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Jachin and Boaz
346; "Guardians of the Temple" at Smokefoot's; named after the two pillars at the front of Solomon's Temple

14; Jacob's Ladder is a portable ladder made of rope or metal and used primarily as an aid in boarding a ship. Originally, the Jacob's Ladder was a network of line leading to the skysail on wooden ships. The name alludes to the biblical Jacob, reputed to have dreamed that he climbed a ladder to the sky. Anyone who has ever tried climbing a Jacob's Ladder while carrying a seabag can apreciate the allusion. It does seem that the climb is long enough to take one into the next world. (Courtesy of The Goat Locker)

"Jake with me"
105; musician lingo for "okay with me"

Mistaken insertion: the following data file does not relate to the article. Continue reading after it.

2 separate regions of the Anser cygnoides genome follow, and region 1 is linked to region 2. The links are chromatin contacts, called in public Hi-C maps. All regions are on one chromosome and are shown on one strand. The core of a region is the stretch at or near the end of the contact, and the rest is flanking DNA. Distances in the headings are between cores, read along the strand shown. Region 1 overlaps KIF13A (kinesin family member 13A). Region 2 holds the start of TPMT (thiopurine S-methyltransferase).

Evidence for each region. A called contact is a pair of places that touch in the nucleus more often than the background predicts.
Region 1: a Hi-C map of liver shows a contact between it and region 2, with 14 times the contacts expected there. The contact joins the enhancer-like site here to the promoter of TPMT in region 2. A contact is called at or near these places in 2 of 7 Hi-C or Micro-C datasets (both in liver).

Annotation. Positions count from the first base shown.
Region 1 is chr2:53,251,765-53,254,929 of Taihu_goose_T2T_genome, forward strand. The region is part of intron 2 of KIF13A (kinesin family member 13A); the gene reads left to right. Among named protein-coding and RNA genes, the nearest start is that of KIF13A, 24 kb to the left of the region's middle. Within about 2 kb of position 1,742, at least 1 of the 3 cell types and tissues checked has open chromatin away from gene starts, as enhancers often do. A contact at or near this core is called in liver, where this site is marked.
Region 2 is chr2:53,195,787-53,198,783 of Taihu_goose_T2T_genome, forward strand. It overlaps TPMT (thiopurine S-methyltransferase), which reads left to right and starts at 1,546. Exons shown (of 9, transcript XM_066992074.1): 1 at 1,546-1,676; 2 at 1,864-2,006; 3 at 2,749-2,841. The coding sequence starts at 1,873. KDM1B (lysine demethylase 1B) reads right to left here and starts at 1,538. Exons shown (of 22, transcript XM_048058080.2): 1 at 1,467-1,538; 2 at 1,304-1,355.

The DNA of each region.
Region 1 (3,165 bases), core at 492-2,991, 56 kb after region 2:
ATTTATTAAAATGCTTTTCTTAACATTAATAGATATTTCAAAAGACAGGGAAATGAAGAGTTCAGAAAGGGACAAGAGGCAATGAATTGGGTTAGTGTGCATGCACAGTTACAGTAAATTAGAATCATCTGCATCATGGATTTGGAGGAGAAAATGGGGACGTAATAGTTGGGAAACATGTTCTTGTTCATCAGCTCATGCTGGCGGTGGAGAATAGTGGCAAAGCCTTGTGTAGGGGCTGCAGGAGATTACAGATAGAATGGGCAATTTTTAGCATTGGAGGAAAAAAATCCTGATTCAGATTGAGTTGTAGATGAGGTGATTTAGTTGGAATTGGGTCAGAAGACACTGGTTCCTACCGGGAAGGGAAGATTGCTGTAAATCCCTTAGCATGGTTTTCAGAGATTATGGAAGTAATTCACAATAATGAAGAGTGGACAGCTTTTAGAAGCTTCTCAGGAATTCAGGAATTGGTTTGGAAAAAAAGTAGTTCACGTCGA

James, Henry
5; Henry James, OM (April 15, 1843 – February 28, 1916), son of Henry James Sr. and brother of the philosopher and psychologist William James and diarist Alice James, was an American-born author and literary critic of the late 19th and early 20th centuries. Wikipedia entry

Jameson Raid
691; The Jameson Raid (December 29, 1895 - January 2, 1896) was a raid on Paul Kruger's Transvaal Republic carried out by Leander Starr Jameson and his Rhodesian and Bechuanaland policemen over the New Year weekend of 1895-96. It was intended to trigger an uprising by the primarily British expatriate workers (known as Uitlanders) in the Transvaal but failed to do so. The raid was ineffective and no uprising took place, but it did much to bring about the Second Boer War and the Second Matabele War; Wikipedia entry

Japanese characters
258; "character for 'four' being same as that for 'death'";

Japanese Oyster

Japanese trade delegation
292; at the Cosmopolitan

Jarretière, La
1066; a.k.a. Mélanie l'Heuremaudit, a character from chapter fourteen of V. ("V. in love"), where she was killed during a ballet performance in 1913. Apparently her death was merely staged, and Mélanie survived.

"'Jass,'" 370; "the tiny 'jazz' orchestra," 400;